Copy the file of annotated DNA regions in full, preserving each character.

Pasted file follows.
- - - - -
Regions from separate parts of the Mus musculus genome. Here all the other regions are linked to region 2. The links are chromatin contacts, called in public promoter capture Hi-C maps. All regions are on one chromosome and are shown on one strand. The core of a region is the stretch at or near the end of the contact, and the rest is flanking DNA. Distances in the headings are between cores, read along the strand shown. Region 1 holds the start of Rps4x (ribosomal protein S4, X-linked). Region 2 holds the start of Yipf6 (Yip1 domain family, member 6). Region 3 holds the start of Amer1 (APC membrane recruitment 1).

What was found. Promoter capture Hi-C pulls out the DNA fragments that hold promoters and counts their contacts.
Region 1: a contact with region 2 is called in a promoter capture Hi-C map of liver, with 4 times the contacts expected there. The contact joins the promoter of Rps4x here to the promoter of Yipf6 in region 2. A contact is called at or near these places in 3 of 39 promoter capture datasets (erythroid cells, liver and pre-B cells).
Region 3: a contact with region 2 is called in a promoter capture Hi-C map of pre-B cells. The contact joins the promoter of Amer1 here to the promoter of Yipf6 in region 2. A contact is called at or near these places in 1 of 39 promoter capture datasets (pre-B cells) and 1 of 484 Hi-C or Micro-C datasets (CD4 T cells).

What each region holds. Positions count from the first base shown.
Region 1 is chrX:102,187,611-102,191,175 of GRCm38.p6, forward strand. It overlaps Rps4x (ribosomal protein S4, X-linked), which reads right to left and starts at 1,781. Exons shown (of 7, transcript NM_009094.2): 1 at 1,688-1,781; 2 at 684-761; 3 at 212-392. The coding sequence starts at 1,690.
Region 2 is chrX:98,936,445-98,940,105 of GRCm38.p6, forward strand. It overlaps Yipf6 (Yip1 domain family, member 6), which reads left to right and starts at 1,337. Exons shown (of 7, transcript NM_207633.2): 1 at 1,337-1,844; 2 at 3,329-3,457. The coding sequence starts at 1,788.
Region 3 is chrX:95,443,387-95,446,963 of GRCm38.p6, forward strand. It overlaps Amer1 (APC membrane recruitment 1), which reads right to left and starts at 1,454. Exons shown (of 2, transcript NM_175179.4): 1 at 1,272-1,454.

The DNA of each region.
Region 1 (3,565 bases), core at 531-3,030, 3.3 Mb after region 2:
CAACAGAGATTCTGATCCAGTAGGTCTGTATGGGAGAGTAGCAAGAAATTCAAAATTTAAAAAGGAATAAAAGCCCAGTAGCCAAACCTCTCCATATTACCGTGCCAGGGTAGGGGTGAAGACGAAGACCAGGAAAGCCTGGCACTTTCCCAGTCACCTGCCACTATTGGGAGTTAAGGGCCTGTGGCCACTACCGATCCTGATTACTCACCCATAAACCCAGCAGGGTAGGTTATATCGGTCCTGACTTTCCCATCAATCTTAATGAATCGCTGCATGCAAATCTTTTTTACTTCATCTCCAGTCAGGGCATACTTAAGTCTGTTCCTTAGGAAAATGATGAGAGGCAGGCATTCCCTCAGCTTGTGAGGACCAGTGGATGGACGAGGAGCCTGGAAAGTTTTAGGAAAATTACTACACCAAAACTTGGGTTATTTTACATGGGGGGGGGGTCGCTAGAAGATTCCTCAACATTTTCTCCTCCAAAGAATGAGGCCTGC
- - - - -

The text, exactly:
Regions from separate parts of the Mus musculus genome. Here all the other regions are linked to region 2. The links are chromatin contacts, called in public promoter capture Hi-C maps. All regions are on one chromosome and are shown on one strand. The core of a region is the stretch at or near the end of the contact, and the rest is flanking DNA. Distances in the headings are between cores, read along the strand shown. Region 1 holds the start of Rps4x (ribosomal protein S4, X-linked). Region 2 holds the start of Yipf6 (Yip1 domain family, member 6). Region 3 holds the start of Amer1 (APC membrane recruitment 1).

What was found. Promoter capture Hi-C pulls out the DNA fragments that hold promoters and counts their contacts.
Region 1: a contact with region 2 is called in a promoter capture Hi-C map of liver, with 4 times the contacts expected there. The contact joins the promoter of Rps4x here to the promoter of Yipf6 in region 2. A contact is called at or near these places in 3 of 39 promoter capture datasets (erythroid cells, liver and pre-B cells).
Region 3: a contact with region 2 is called in a promoter capture Hi-C map of pre-B cells. The contact joins the promoter of Amer1 here to the promoter of Yipf6 in region 2. A contact is called at or near these places in 1 of 39 promoter capture datasets (pre-B cells) and 1 of 484 Hi-C or Micro-C datasets (CD4 T cells).

What each region holds. Positions count from the first base shown.
Region 1 is chrX:102,187,611-102,191,175 of GRCm38.p6, forward strand. It overlaps Rps4x (ribosomal protein S4, X-linked), which reads right to left and starts at 1,781. Exons shown (of 7, transcript NM_009094.2): 1 at 1,688-1,781; 2 at 684-761; 3 at 212-392. The coding sequence starts at 1,690.
Region 2 is chrX:98,936,445-98,940,105 of GRCm38.p6, forward strand. It overlaps Yipf6 (Yip1 domain family, member 6), which reads left to right and starts at 1,337. Exons shown (of 7, transcript NM_207633.2): 1 at 1,337-1,844; 2 at 3,329-3,457. The coding sequence starts at 1,788.
Region 3 is chrX:95,443,387-95,446,963 of GRCm38.p6, forward strand. It overlaps Amer1 (APC membrane recruitment 1), which reads right to left and starts at 1,454. Exons shown (of 2, transcript NM_175179.4): 1 at 1,272-1,454.

The DNA of each region.
Region 1 (3,565 bases), core at 531-3,030, 3.3 Mb after region 2:
CAACAGAGATTCTGATCCAGTAGGTCTGTATGGGAGAGTAGCAAGAAATTCAAAATTTAAAAAGGAATAAAAGCCCAGTAGCCAAACCTCTCCATATTACCGTGCCAGGGTAGGGGTGAAGACGAAGACCAGGAAAGCCTGGCACTTTCCCAGTCACCTGCCACTATTGGGAGTTAAGGGCCTGTGGCCACTACCGATCCTGATTACTCACCCATAAACCCAGCAGGGTAGGTTATATCGGTCCTGACTTTCCCATCAATCTTAATGAATCGCTGCATGCAAATCTTTTTTACTTCATCTCCAGTCAGGGCATACTTAAGTCTGTTCCTTAGGAAAATGATGAGAGGCAGGCATTCCCTCAGCTTGTGAGGACCAGTGGATGGACGAGGAGCCTGGAAAGTTTTAGGAAAATTACTACACCAAAACTTGGGTTATTTTACATGGGGGGGGGGTCGCTAGAAGATTCCTCAACATTTTCTCCTCCAAAGAATGAGGCCTGC